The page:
President Bush has pushed stopping the spread of nuclear weapons to the top of the international agenda. Ironic, then, that America's nuclear weapons development program may promote the very proliferation it seeks to prevent, as US Senator Dianne Feinstein explains.
With the world's focus on the debate over Iraq, the war on terror, and the Bush administration's doctrine of unilateral preemption, the American government's new emphasis on the utility of nuclear weapons has not received the attention it deserves. This is unfortunate, as this exploration of new uses for nuclear weapons represents a revolutionary shift in US national security policy.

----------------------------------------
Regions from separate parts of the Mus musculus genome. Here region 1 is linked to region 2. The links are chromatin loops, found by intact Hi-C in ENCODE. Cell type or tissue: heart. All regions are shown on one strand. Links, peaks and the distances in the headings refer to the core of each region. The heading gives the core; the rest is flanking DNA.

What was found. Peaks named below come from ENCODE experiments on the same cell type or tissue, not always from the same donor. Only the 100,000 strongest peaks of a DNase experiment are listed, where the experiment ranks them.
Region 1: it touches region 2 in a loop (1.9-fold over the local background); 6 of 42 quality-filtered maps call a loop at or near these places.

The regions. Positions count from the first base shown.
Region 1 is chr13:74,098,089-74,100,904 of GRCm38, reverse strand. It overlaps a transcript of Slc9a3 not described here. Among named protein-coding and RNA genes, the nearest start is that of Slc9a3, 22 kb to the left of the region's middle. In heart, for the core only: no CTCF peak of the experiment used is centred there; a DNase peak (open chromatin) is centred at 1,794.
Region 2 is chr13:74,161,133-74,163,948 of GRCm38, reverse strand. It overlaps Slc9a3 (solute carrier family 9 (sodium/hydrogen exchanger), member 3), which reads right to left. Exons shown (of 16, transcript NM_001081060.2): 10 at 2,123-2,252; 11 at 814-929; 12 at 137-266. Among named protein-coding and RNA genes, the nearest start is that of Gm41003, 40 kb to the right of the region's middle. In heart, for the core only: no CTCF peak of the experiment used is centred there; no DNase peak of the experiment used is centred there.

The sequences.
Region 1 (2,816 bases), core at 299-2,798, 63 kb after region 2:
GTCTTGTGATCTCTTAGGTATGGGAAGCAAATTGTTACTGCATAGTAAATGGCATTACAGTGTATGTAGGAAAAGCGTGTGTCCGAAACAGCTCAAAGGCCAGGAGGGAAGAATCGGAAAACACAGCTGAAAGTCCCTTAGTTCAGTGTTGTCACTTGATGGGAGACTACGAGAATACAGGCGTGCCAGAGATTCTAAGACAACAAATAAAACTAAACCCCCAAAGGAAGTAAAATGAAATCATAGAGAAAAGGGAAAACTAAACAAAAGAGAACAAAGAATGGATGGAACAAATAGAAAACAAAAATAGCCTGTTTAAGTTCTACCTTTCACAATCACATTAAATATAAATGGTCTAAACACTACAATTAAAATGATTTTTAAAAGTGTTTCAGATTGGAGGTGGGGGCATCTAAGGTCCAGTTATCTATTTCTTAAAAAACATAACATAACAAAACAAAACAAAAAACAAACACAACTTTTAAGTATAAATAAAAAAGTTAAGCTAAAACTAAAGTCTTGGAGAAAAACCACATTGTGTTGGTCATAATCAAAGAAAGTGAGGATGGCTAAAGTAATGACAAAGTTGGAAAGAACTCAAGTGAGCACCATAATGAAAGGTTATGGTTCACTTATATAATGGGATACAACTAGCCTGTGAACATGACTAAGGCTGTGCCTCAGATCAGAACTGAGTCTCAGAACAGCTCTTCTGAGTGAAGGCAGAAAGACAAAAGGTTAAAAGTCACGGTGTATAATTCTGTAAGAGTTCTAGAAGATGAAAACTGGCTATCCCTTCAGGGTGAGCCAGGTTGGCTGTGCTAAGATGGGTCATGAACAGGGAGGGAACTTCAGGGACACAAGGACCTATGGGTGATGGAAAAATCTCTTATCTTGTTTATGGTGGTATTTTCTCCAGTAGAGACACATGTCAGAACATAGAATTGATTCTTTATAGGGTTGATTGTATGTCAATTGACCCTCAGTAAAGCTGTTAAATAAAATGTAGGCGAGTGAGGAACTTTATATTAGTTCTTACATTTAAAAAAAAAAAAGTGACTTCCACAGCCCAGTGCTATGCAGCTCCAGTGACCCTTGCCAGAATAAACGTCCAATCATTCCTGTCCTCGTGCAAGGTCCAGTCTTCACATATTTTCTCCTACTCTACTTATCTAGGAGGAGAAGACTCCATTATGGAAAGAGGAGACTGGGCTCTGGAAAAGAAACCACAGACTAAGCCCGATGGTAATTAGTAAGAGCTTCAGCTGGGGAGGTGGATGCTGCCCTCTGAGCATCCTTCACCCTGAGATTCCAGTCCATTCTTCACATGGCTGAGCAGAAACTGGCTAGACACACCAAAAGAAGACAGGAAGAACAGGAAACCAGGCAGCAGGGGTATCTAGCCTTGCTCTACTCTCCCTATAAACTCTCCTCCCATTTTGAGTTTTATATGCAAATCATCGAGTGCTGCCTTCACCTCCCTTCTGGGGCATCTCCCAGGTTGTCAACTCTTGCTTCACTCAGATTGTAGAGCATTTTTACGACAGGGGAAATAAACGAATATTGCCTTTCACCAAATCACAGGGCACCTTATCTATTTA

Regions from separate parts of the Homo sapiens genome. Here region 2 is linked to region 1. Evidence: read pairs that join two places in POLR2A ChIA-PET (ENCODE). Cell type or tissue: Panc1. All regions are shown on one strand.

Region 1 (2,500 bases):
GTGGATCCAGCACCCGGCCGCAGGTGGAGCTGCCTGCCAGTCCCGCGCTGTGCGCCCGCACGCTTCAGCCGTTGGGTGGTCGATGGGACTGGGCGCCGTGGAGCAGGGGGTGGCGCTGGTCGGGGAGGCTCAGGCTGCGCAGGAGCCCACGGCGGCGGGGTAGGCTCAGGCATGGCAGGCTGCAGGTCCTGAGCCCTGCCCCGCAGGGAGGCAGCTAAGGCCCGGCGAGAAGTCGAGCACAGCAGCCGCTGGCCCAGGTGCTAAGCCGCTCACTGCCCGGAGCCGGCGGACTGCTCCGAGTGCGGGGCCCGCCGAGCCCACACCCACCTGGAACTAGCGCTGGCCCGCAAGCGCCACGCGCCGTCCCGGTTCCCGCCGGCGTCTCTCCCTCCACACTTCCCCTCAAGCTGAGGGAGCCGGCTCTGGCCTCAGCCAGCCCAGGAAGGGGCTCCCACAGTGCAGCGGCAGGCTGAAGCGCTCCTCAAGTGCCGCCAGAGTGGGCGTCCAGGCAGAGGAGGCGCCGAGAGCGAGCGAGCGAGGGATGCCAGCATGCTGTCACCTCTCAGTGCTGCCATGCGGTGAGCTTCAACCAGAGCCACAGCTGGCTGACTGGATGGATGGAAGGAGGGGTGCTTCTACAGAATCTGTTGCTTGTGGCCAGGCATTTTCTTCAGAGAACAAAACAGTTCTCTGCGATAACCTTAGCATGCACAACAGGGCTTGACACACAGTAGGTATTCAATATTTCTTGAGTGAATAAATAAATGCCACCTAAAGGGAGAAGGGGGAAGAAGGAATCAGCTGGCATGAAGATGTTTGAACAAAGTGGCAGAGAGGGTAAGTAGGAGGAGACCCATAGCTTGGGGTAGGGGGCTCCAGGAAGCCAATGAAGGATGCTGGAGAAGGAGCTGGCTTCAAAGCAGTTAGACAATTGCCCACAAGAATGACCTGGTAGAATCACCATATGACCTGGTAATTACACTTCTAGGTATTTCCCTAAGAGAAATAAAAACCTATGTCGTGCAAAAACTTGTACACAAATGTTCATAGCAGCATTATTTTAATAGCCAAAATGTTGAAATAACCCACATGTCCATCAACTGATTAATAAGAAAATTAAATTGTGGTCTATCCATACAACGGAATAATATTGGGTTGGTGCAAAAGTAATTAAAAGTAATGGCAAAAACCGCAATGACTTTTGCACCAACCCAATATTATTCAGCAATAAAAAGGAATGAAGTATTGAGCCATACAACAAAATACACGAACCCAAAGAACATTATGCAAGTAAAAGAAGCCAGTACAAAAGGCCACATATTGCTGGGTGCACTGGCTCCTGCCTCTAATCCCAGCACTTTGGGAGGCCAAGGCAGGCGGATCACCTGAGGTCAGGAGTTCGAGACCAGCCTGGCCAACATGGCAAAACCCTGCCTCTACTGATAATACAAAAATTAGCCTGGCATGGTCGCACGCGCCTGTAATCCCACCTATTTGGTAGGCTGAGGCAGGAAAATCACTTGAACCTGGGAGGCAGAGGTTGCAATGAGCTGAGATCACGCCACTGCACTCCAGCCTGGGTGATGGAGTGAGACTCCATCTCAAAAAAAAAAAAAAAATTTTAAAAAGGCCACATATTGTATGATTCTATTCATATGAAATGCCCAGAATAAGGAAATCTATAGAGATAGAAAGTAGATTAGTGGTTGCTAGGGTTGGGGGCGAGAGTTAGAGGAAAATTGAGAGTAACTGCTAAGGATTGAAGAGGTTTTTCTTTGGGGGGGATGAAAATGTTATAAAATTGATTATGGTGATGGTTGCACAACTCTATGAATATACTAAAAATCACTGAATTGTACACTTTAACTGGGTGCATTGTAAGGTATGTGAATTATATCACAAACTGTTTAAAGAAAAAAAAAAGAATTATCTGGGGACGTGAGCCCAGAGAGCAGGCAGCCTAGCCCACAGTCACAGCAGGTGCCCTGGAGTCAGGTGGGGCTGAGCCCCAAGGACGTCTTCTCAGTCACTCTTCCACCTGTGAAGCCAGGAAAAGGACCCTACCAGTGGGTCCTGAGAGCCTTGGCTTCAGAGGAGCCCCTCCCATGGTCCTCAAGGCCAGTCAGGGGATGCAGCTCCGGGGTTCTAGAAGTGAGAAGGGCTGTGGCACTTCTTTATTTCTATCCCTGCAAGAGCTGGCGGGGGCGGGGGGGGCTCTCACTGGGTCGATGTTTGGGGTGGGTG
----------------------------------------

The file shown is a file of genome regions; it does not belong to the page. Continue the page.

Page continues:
Today, the world faces unprecedented challenges at the nexus of terror and weapons of mass destruction. With both North Korea and Iran openly pursuing nuclear ambitions and a potential nuclear arms race in South Asia, it is critical that America provide leadership, in both word and in deed, to reduce the risks and the role of nuclear weapons throughout the world.
Instead, the Bush administration seems intent on doing just the opposite. Many of the actions of the American administration, and much of the US government's rhetoric, may actually be increasing the threat from nuclear weapons rather than making the world safer.